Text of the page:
29. I as a Hindu Judge refuse to believe that such is the Hindu law. I emphatically deny that such is the Hindu law. The Hindu law lays down not at one place, but at many places, that the Shashtras can never be interpreted apart from dictates of conscience and reason. In Ch. 2, Section 12, Manu says : * * * which when translated would mean:
the Vedas, the Smirthi, good, conduct and the dictates of one's own conscience are called by the wise the four sources of dharma. Dharma is nothing but good law.
30. In Sanskrit the word "dharma" is the proper rendering for the word "law." Again Brihaspati says : * * * which when translated means:
do not arrive at a conclusion by merely discussing the Shastra or following its letter for if yon follow the law or the Shastrag without recourse to reasons, you incur thereby a sin : see Ghosh's Hindu Law. Edn. 3, p. 1034.
31. Again Narada says : * * * Ch. 4, Section 40, quoted by Ghosh in his Hindu Law, Edn. 8, p. 1030. This means that where the texts of Shastras are conflicting one should apply one's own reason. In the teeth of these injunctions to follow your conscience and your reasons, are you justified in saying that it is in the Hindu law that the grossest immorality would not entail a forfeiture of property and yet a remarriage would? The only answer can be an emphatic negative. For the reasons given above I hold strongly that under the Hindu law as strictly interpreted or as liberally interpreted, there can be no forfeiture and the answer to the question must be in the negative.
32. The chief question for our determination is whether a Hindu widow who remarries in accordance with the custom of her caste, forfeits thereby her rights in the estate of her first husband under Section 2, Hindu Widows Remarriage Act, 1856. In other words the question is whether Section 2, Act 15 of 1856, applies to a Hindu widow, who can remarry in accordance with the custom of her caste.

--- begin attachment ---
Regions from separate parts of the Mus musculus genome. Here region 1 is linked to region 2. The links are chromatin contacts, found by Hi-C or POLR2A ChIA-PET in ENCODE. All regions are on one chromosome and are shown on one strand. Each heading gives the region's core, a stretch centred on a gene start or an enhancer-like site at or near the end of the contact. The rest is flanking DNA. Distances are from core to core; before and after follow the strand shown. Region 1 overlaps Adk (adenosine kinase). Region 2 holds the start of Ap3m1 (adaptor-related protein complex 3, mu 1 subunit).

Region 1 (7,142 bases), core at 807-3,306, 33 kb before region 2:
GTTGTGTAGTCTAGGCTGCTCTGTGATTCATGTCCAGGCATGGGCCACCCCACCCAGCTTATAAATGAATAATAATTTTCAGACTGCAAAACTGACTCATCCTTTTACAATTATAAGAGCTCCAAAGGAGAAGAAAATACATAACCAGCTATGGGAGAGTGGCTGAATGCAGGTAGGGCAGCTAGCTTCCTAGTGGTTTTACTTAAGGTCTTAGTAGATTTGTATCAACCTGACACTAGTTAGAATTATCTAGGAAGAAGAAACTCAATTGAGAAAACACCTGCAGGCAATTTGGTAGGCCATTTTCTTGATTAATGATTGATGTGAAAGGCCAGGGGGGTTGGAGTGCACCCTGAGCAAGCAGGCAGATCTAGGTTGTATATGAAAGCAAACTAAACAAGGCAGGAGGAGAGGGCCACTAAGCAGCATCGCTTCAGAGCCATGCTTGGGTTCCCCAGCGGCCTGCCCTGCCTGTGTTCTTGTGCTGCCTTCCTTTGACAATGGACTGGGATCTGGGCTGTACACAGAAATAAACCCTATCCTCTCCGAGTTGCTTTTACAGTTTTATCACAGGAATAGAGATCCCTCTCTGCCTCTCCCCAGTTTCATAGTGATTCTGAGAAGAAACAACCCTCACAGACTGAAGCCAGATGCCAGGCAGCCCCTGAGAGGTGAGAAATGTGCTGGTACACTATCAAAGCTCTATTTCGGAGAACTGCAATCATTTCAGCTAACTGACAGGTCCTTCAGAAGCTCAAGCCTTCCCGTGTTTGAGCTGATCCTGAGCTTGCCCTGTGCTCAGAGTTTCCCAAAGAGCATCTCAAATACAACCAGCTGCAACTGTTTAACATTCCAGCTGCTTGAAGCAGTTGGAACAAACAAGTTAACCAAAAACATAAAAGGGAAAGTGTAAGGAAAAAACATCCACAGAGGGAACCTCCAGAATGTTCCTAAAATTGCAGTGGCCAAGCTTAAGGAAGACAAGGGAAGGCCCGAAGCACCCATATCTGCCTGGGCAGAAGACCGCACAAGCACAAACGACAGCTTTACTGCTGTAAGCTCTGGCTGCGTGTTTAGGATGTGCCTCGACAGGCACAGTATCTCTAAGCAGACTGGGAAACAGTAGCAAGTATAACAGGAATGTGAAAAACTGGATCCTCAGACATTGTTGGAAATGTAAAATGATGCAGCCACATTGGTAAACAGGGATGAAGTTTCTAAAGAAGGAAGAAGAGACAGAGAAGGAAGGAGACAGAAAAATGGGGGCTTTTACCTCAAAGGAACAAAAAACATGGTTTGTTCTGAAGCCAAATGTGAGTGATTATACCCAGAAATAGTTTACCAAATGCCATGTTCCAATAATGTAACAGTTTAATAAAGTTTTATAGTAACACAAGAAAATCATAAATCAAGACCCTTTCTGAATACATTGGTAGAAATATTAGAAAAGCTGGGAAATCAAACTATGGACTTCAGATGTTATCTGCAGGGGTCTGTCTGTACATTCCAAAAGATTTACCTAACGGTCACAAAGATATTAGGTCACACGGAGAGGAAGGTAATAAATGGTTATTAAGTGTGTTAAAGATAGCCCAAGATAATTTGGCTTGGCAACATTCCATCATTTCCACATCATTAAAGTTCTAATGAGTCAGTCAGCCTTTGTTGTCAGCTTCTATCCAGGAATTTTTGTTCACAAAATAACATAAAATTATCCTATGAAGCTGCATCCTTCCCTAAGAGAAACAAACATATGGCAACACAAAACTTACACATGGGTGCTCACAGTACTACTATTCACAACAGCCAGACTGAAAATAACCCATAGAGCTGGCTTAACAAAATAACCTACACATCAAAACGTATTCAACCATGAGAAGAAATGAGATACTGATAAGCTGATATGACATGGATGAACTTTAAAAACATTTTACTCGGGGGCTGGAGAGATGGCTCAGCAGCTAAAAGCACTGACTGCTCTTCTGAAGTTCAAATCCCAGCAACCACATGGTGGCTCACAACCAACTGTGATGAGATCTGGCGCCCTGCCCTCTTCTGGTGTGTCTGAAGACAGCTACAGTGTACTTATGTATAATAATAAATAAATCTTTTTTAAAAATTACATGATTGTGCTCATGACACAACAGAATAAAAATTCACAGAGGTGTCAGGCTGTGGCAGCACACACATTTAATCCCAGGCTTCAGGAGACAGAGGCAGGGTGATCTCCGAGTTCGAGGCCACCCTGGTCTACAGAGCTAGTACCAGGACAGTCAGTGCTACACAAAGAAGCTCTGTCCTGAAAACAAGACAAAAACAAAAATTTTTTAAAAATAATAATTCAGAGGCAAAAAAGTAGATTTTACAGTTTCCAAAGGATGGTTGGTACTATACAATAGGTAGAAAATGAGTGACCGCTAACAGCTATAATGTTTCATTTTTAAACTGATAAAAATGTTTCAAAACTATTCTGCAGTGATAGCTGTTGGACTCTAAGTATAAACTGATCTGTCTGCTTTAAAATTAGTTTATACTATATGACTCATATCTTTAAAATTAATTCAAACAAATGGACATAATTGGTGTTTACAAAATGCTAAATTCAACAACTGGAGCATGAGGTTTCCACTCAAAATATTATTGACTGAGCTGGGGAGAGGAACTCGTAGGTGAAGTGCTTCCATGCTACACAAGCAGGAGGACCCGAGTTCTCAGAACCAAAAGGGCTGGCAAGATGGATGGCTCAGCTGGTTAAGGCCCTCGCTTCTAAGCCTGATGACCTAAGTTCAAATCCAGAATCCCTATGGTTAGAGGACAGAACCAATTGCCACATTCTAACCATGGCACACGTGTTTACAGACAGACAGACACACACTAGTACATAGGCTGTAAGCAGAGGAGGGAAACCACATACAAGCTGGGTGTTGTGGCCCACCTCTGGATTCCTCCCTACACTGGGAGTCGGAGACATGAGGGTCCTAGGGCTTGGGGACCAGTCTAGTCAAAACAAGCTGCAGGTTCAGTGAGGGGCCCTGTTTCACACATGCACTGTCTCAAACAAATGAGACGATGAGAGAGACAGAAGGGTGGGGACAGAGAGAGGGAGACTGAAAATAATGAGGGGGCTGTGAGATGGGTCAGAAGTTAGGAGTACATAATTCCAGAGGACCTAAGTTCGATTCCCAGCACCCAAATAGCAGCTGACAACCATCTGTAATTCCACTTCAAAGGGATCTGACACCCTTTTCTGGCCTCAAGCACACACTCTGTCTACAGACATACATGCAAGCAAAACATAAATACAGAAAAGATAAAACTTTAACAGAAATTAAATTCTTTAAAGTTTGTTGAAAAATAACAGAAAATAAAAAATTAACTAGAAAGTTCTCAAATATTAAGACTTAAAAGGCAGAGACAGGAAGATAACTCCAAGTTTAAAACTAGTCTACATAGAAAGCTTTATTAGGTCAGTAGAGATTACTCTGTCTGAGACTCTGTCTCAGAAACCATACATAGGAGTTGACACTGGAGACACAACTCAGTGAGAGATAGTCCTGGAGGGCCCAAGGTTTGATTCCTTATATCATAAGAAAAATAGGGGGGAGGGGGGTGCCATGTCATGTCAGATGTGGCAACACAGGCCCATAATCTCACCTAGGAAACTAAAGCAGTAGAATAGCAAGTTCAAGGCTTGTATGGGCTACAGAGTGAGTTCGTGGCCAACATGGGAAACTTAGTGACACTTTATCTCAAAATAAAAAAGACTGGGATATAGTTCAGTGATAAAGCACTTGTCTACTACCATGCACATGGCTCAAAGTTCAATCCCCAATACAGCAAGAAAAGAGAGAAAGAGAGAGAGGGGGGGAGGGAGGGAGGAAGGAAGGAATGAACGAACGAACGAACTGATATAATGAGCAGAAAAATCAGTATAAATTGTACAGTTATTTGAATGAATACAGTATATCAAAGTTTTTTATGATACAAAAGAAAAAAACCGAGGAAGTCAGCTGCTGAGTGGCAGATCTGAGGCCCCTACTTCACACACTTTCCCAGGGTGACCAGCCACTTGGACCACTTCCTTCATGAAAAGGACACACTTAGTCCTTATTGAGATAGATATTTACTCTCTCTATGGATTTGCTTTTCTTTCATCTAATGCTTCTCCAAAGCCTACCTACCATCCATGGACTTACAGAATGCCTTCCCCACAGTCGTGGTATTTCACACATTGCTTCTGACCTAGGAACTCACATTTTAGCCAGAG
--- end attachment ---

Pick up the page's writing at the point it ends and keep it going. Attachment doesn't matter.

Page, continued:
33. The language of Section 2 is certainly very wide, and if the section is read alone, without regard to the preamble and to the other sections of the Act, it would undoubtedly apply to the present case. Section 2 purports to lay down a general rule that all rights and interests which "any widow" may have in her deceased husband's property shall upon her remarriage cease and determine as if she had then died. The words "any widow" would not only cover the case of a Hindu widow who is authorized by custom to remarry, but would also apply to a Christian or Muslim widow who had never been a Hindu at any time. I think it could not be seriously argued that a woman who has been a Muslim from her childhood and who married a Muslim husband who died in her lifetime would forfeit all rights in her deceased husband's property under Section 2, Hindu Widows Remarriage Act, if she married again. It is clear therefore that the wide language of Section 2 must be controlled and restricted with reference to the preamble and to the provisions of the Act as a whole. The only question is how far should the language be restricted. The object and the scope of the Act can be ascertained from the preamble. The Act is described as an Act to remove all legal obstacles to the marriage of Hindu widows.'' It is further explained that by the law administered in the civil Courts, Hindu widows with certain exceptions are held to bet by reason of their having been once married incapable of contracting a second valid marriage, and as many Hindus believe that this imputed legal incapacity is not in accordance with a true interpretation of the precepts of their religion, and as it is just to relieve all such Hindus from this legal incapacity of which they complain and the removal of all legal obstacles to the marriage of Hindu widows will tend to the promotion of good morals and the public welfare therefore the Act has been passed.